(CCU Faculty) Jeffrey Sachs is one of the world’s leading public intellectuals with his special chair at Columbia University’s Earth Institute and his years of leading the U.N. Millennium Project. So I was a bit surprised to see him accusing me of being on the payroll of Exxon and among those who deny the link between smoking and cancer.
He did not name me specifically but he broad-brushed everyone like me in a recent column. “We are witnessing a predictable process by ideologues and right-wing think tanks and publications to discredit the scientific process.” He acknowledges a few small problems—like Climate-gate and the thousands of leaked emails showing the fraudulence of climate-change scientists, and an IPCC report full of errors—but brushes them aside to congratulate the “great scientific minds” who have learned to “read” earth’s history. And we had better heed their warnings or we are all going to die.
Well, Professor Sachs, you need to graduate from middle-school kinds of ad hominem attacks. As one of your critics I can assure you I am not on the payroll of Exxon. (But would love to be. Message to Exxon—please send large amounts of money to my address in care of CCU.) And I tell my children there is a link between smoking and cancer. But you and your ilk have big scientific problems with your greenhouse-catastrophe rhetoric and I will sum them up in four questions that have always been at the heart of the global-warming debate and that you have trouble answering. The questions are in ascending order of importance.
Question #1: Is the earth really warming? Probably not. Even the apocalyptic warmers agree there hasn’t been any in the last dozen years and one of them even called this a “travesty.” But even if it is warming a bigger issue is….
Question #2: Are humans causing the warming? Even more probably not. In a recent column http://www.ocregister.com/opinion/-236562–.html Michael Landsbaum pointed out that “all greenhouse gases worldwide make up 2 percent of the atmosphere. Only 3.6 percent of that 2 percent is carbon dioxide. Only 3.4 percent of that 3.6 percent is man-made. If California shut down every man-made CO2-emitting source the result would be atmospherically unnoticeable.”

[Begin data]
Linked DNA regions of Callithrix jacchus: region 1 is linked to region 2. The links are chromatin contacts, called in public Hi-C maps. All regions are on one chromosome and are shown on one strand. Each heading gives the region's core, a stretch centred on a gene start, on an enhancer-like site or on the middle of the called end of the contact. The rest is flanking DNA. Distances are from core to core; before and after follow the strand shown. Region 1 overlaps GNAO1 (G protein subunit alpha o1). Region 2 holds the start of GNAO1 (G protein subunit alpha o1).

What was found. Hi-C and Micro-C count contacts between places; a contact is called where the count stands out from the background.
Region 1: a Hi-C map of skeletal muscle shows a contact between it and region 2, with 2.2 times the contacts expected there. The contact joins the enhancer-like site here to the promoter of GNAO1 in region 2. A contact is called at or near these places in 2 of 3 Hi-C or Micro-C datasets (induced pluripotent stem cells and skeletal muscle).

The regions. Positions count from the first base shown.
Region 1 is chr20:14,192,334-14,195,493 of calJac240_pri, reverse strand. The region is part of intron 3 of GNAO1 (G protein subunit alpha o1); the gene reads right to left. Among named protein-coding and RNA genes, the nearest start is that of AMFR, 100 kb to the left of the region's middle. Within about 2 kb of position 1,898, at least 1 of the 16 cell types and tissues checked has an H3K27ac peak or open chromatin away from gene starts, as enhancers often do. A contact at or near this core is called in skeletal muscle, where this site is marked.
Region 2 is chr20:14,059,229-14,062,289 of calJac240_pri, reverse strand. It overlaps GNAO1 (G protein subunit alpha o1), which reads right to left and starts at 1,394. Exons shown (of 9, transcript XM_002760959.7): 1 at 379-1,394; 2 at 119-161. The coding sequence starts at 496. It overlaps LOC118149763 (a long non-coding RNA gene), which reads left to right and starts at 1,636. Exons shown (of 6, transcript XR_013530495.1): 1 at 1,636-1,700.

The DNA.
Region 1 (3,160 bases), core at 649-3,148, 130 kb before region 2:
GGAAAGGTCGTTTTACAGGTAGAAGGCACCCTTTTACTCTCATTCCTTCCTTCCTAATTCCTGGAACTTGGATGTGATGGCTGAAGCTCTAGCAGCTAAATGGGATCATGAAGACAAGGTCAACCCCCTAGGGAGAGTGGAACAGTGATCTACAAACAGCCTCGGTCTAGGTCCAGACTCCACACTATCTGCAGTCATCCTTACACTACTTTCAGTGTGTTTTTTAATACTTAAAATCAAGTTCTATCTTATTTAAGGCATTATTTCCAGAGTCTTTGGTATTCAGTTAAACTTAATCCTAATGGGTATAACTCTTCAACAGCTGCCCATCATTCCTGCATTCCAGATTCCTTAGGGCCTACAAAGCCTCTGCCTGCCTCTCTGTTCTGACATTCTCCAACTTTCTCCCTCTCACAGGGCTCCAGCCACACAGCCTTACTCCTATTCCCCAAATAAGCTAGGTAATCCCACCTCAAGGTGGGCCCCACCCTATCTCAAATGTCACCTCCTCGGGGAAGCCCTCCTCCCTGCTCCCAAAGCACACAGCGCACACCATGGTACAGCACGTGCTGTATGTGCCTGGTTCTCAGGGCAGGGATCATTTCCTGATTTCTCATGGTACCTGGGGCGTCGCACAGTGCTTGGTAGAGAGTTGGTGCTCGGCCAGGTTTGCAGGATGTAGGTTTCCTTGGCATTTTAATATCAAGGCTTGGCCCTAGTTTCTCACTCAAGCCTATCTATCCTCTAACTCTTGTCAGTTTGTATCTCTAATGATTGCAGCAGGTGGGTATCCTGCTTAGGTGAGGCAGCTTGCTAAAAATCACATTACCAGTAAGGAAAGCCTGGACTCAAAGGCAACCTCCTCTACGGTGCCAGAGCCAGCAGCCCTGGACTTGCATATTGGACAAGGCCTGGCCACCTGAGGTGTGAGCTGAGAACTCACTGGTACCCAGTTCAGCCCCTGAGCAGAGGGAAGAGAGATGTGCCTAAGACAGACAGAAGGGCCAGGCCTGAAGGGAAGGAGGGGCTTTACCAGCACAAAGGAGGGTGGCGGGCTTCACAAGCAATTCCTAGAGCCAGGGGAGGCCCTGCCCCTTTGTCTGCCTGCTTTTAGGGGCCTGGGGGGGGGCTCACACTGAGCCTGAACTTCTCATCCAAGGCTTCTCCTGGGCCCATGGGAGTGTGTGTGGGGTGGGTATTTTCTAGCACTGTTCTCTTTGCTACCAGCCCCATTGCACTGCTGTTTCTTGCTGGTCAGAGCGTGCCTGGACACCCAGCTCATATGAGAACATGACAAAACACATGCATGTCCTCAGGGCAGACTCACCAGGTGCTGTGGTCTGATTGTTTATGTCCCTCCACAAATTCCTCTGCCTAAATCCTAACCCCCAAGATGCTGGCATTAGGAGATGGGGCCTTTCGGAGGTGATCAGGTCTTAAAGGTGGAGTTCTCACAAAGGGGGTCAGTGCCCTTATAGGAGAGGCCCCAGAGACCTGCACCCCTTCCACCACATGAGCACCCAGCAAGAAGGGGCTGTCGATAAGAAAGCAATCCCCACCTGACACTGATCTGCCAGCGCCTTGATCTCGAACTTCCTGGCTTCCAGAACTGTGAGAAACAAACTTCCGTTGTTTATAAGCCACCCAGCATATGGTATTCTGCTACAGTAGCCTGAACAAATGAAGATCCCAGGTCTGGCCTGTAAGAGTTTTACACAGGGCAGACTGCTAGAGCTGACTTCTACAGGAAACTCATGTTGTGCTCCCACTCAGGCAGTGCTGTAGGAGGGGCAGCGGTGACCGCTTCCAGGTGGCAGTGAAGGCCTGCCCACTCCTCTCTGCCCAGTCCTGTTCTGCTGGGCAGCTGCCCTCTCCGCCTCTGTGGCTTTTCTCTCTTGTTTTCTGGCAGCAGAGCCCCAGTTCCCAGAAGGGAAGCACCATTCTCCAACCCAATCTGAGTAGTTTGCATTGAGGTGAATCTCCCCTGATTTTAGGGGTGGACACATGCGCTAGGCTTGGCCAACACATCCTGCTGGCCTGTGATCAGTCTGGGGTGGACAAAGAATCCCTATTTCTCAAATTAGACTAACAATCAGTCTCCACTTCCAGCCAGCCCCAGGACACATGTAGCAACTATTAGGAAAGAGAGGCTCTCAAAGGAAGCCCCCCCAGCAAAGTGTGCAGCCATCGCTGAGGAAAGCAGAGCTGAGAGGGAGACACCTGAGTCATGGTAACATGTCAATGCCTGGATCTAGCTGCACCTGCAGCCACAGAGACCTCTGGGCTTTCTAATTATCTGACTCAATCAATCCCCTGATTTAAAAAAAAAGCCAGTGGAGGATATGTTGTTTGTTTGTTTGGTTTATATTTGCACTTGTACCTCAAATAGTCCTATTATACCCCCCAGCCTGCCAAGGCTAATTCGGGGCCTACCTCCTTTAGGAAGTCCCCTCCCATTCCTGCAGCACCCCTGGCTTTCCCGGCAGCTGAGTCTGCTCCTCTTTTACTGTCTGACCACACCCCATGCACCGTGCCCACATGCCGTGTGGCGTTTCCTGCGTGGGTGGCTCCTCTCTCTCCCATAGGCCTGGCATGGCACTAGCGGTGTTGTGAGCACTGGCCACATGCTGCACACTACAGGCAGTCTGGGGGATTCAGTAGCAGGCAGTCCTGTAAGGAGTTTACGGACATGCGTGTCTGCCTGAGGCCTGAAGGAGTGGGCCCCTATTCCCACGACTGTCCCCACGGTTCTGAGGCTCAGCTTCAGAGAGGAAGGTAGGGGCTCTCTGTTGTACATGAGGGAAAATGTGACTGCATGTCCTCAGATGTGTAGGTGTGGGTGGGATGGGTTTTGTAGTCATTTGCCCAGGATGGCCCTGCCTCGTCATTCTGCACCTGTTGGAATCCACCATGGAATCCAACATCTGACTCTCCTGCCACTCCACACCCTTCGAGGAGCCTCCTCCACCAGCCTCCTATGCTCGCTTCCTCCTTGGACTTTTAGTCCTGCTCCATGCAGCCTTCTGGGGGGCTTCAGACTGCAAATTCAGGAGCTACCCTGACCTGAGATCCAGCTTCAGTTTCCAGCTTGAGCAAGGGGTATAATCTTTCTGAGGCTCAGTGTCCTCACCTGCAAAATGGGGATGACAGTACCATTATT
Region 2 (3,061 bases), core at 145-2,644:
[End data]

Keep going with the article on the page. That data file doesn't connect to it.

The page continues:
The earth is a big place. People are really small. As I point out to my classes the entire human population of the planet could stand inside Boulder County, Colorado, and the rest of the world would be empty. Our footprint is negligible. But, let’s say humans are a big factor. This brings us to….
Question #3: Is warming a bad thing? Emphatically it is not. As a historian I can tell you that warm is good and cold is bad. The crash of the High Middle Ages was brought on in part by the end of the Medieval Warm Period. Cold weather is hard on crops—ask Colorado’s peach growers. I grew up in Laramie, Wyoming. Global Warming is not a threat, it is an answer to prayer. But even if warming is bad we come to the most important question of all….
Question #4: What will be done about it? And the answer clearly is….nothing. We got a good look at all this in Copenhagen. This summit to end all summits ended in confusion and ended in a very cold winter. The Chinese—the world’s largest emitter of greenhouse gases plan to do jack and squat about global warming. And for good reason. In his brilliant essay, Bound to Burn, Peter Huber asks a simple question. If the world’s poor had 40 trillion dollars worth of gold buried on their property would the rich nations be able to talk them out of digging it up? When pigs fly. And that’s what they have. It’s all they have. The Chinese add a U.S.’s worth of coal generating capacity every three years. And they will continue to do it. So, Professor Sachs, it’s not cancer-deniers like me you need to be talking to. Head over to Beijing to do your missionary work.
In the meantime I’m going to sit here and wait for the end. And wait for those checks from Exxon to start rolling in.